I would like to suggest that it is this deep-level, transcendence of gender boundaries that has called upon men and women to claim Judith as a model of liberation for their own people. Not least of these has been my 2011 cohort of Research Methodology Honours students whose work I discussed earlier. My students’ responses show that Judith’s female-identification is very strong despite its patriarchal leanings.


This article has investigated the feminist value of Judith at the hand of male and female individuation cycles, the relationship between Judith and Anat-Astarte and the way that men and women have entered into the Judithic drama to effect liberation for their people. It has shown that Judith/Judith is both female- and male-identified vis-à-vis Judith’s relation to Anat-Astarte or the archetypal feminine and the parallels between Judith and the male individuation cycle. This, for me, shows the true genius of this book: as an archetypal communication of the unconscious psyche it transcends gender boundaries – it is both andro- and gyno-centric – and vitiates the binarism inherent to androcentric readings of Judith and its heroine.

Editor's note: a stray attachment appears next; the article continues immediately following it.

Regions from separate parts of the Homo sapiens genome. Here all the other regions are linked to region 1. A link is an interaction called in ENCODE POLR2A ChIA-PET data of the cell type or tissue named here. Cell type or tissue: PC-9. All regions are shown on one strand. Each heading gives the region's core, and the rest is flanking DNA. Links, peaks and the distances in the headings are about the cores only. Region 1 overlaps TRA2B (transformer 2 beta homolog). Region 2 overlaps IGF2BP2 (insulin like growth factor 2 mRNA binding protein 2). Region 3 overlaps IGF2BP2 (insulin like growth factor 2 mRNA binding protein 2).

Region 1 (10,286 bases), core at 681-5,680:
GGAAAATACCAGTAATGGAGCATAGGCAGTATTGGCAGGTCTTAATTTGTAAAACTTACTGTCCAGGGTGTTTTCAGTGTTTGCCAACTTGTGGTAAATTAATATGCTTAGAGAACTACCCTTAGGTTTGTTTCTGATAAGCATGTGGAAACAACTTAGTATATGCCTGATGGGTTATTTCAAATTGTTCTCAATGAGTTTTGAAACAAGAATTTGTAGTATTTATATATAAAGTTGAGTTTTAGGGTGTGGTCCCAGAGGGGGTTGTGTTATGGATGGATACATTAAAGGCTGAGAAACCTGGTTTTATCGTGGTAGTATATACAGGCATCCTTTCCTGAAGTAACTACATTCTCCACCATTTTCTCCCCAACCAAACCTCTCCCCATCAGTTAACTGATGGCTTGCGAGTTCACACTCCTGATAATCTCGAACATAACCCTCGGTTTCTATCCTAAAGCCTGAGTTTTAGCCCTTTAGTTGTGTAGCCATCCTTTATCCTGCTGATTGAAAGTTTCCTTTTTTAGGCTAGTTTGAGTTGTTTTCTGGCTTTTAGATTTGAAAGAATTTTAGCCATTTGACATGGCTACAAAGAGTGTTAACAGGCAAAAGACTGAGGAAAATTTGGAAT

Competing interests
The author declares that she has no financial or personal relationship(s) which may have inappropriately influenced her in writing this article.


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1.Judith refers to the Book of Judith, while Judith refers to the character by the same name.

2.Μὴἐνεχυράζετε τὰς βουλὰς κυρίου (Jdt 8:16), she admonishes the Bethulian leaders. The verb ἐνεχυράζω signifies ‘to take a pledge from one or to take in pledge’, which is perhaps why the RAPC translates as follows: ‘Do not try to bind the purposes of the Lord our God’ (Efthimiadis- Keith 2004:216 fn. 32). C.A. Moore’s (1985:177) ‘do not impose conditions on the Lord our God’ is, to my mind, a far better translation which takes account of the context of Judith’s utterance and ‘clearly brings out exactly what the Greek literally says: “do not take the will/counsels of our Lord God in pledge”’ (see Efthimiadis-Keith 2004:216 fn. 32).